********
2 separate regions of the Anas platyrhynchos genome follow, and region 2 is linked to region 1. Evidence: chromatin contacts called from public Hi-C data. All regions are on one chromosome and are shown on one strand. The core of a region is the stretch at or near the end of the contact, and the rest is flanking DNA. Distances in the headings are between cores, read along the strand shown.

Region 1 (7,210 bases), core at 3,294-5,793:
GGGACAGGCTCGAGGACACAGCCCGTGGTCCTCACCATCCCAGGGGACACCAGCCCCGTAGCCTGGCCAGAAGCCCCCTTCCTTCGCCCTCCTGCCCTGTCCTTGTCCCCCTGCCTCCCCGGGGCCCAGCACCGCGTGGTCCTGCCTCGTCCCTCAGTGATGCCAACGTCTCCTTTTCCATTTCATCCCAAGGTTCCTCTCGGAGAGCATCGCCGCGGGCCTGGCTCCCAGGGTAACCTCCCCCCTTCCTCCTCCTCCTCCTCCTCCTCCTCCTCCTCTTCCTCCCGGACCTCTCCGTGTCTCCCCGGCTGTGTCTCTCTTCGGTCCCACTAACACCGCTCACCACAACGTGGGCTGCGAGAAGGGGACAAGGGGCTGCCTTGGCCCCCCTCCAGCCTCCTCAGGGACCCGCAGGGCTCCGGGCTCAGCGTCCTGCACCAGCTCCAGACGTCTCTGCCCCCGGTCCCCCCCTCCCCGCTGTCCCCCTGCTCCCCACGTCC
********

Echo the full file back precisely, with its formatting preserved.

2 separate regions of the Anas platyrhynchos genome follow, and region 2 is linked to region 1. Evidence: chromatin contacts called from public Hi-C data. All regions are on one chromosome and are shown on one strand. The core of a region is the stretch at or near the end of the contact, and the rest is flanking DNA. Distances in the headings are between cores, read along the strand shown.

Region 1 (7,210 bases), core at 3,294-5,793:
GGGACAGGCTCGAGGACACAGCCCGTGGTCCTCACCATCCCAGGGGACACCAGCCCCGTAGCCTGGCCAGAAGCCCCCTTCCTTCGCCCTCCTGCCCTGTCCTTGTCCCCCTGCCTCCCCGGGGCCCAGCACCGCGTGGTCCTGCCTCGTCCCTCAGTGATGCCAACGTCTCCTTTTCCATTTCATCCCAAGGTTCCTCTCGGAGAGCATCGCCGCGGGCCTGGCTCCCAGGGTAACCTCCCCCCTTCCTCCTCCTCCTCCTCCTCCTCCTCCTCCTCTTCCTCCCGGACCTCTCCGTGTCTCCCCGGCTGTGTCTCTCTTCGGTCCCACTAACACCGCTCACCACAACGTGGGCTGCGAGAAGGGGACAAGGGGCTGCCTTGGCCCCCCTCCAGCCTCCTCAGGGACCCGCAGGGCTCCGGGCTCAGCGTCCTGCACCAGCTCCAGACGTCTCTGCCCCCGGTCCCCCCCTCCCCGCTGTCCCCCTGCTCCCCACGTCC